Stewart Island is almost bisected by Paterson Inlet. This expansive waterway
opens into the Pacific near the eastern entrance to Foveaux Strait. Mt
Rakiahua at the head of the Inlet is almost exactly half-way between
he east and west coasts. Here the Inlet divides into the South West and
Today, only a few homes in the town of Oban overlook
this enchanted place of bays and coves. In former days small
communities dotted it's shores. From the 1870s to the 1920s sawmills
at the water's edge cut timber from rimu trees brought from the
forest interior. The last sawmills were at North
Arm and Kaipipi.
In the 1920s and early 1930s a Norwegian whaling company maintained
workshops at Kaipipi. At the end of the summer whaling season in the
Antartic, the fleet returned here. Around
40 men over-wintered here to service the whale-chasers, while the
factory ships returned to Europe with the catch.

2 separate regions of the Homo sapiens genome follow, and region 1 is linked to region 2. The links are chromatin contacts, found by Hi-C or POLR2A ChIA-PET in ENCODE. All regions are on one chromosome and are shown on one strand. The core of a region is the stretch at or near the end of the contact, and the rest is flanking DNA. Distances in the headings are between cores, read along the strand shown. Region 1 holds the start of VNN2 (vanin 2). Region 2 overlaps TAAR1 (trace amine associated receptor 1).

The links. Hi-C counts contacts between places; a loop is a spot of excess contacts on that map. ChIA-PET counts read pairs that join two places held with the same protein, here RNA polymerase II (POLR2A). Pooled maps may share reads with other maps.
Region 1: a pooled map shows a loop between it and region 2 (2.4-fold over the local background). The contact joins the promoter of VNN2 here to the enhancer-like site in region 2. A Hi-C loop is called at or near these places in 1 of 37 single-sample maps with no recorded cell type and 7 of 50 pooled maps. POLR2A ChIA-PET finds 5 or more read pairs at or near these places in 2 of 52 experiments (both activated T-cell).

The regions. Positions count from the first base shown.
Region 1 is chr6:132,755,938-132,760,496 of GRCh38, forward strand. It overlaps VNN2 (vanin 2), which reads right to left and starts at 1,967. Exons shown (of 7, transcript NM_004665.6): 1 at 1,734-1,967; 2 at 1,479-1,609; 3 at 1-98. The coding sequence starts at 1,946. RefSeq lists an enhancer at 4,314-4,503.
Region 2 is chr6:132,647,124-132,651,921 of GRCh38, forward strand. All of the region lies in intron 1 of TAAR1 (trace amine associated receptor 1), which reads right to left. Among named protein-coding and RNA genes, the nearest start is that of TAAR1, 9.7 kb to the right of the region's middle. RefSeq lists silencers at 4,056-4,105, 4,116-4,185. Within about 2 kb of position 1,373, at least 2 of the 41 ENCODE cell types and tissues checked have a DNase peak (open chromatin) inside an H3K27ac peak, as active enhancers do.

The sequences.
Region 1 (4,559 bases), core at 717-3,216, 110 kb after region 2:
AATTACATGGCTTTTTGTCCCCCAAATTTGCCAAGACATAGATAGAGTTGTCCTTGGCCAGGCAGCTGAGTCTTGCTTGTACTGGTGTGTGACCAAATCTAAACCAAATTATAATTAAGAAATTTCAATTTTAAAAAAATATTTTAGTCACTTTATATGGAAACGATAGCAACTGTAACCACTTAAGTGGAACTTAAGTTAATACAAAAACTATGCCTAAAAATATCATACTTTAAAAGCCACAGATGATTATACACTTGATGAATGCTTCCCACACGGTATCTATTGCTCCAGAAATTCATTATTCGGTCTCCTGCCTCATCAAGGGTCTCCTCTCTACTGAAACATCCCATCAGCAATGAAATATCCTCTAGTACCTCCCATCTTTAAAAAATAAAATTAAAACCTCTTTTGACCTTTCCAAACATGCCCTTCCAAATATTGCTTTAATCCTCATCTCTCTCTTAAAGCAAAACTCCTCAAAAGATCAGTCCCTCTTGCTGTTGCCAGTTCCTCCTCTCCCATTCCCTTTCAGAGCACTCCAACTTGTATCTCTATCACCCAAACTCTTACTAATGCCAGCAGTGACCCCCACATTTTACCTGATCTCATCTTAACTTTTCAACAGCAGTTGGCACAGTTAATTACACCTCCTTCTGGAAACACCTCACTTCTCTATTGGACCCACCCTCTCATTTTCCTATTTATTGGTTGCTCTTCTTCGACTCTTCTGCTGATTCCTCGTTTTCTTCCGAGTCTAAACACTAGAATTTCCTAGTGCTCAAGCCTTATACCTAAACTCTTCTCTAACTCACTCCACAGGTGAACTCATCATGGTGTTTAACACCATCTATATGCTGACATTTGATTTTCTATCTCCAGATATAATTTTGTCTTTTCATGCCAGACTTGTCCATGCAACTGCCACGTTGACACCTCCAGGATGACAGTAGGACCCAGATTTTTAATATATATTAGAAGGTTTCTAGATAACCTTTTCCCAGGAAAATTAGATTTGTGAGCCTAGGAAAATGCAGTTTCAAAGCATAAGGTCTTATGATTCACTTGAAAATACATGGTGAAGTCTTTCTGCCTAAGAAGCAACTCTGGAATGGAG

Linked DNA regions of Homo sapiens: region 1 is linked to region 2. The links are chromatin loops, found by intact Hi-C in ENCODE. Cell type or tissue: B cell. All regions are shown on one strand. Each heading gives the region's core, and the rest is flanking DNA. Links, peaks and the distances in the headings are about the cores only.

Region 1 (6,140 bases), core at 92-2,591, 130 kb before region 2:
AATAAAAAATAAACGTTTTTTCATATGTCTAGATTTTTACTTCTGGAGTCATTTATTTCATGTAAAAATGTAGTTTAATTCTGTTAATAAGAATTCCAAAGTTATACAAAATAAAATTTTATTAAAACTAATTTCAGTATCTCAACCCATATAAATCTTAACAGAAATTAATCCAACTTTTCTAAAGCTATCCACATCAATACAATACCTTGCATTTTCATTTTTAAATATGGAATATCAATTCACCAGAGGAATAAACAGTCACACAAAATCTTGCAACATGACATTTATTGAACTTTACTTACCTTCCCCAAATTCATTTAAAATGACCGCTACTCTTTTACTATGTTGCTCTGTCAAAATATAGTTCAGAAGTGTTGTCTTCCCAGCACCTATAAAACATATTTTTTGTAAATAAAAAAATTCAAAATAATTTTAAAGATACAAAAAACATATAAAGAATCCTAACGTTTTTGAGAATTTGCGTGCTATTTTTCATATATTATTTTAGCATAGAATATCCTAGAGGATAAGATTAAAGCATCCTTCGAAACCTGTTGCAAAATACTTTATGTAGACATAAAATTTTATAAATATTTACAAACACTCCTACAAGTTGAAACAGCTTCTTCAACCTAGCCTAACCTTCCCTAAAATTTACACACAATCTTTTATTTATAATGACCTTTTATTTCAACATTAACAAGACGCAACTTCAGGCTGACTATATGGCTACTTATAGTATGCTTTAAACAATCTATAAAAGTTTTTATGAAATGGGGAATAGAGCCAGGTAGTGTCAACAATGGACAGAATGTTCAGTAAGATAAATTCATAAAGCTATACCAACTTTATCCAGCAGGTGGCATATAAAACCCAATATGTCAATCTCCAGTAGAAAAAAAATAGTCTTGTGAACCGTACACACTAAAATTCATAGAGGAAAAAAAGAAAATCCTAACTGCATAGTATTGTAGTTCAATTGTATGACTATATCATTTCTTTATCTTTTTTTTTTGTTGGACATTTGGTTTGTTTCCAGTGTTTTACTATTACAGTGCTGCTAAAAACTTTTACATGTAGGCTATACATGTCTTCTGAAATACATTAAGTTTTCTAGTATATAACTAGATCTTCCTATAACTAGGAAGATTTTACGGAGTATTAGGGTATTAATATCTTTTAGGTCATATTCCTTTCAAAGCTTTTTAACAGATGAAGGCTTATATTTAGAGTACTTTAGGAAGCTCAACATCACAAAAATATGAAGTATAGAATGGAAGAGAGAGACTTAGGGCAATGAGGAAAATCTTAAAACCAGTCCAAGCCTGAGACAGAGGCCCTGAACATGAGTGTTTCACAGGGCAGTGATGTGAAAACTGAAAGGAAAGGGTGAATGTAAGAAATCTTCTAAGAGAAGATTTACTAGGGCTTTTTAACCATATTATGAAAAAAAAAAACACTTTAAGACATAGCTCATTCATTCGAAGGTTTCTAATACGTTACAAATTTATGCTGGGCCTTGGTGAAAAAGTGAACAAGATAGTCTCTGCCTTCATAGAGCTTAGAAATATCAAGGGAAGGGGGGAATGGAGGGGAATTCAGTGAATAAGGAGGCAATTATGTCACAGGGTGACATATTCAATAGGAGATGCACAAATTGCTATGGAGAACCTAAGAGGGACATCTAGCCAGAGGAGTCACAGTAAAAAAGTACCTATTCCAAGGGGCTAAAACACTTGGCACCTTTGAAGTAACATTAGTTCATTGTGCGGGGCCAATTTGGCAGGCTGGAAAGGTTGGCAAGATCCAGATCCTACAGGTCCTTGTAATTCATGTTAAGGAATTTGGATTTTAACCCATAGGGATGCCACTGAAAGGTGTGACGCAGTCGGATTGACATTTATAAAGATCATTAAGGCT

Stewart Island's first Post Office and store opened on Ulva Island in
Paterson Inlet in 1867. It was a logical site. There were no roads and a
scattered population. When the monthly mail-boat arrived, a flag was hoisted
on a hill top. Settlers would climb in their boats and row or sail out to
collect their mail and stores.
Big Glory Bay, on the south side of the Inlet had a permanent population
when a sawmill worked there. Today it has semi-permanent residents. Barges
with living quarters on-board are a week-on home for workers in the industry.
The marine farms are hidden from the main part of the Inlet. This is
given over to recreation. Tour boats visit Ulva Island and other
sites, while fishing and diving are
popular recreation for locals, holiday home owners and visitors. Water
taxis give trampers easy access to Fred's Camp, Freshwater Hut or
North Arm at the head of the Inlet. More energetic folk can hire sea
kayaks to reach these places, or explore the myriad of beaches and
bays in the Inlet.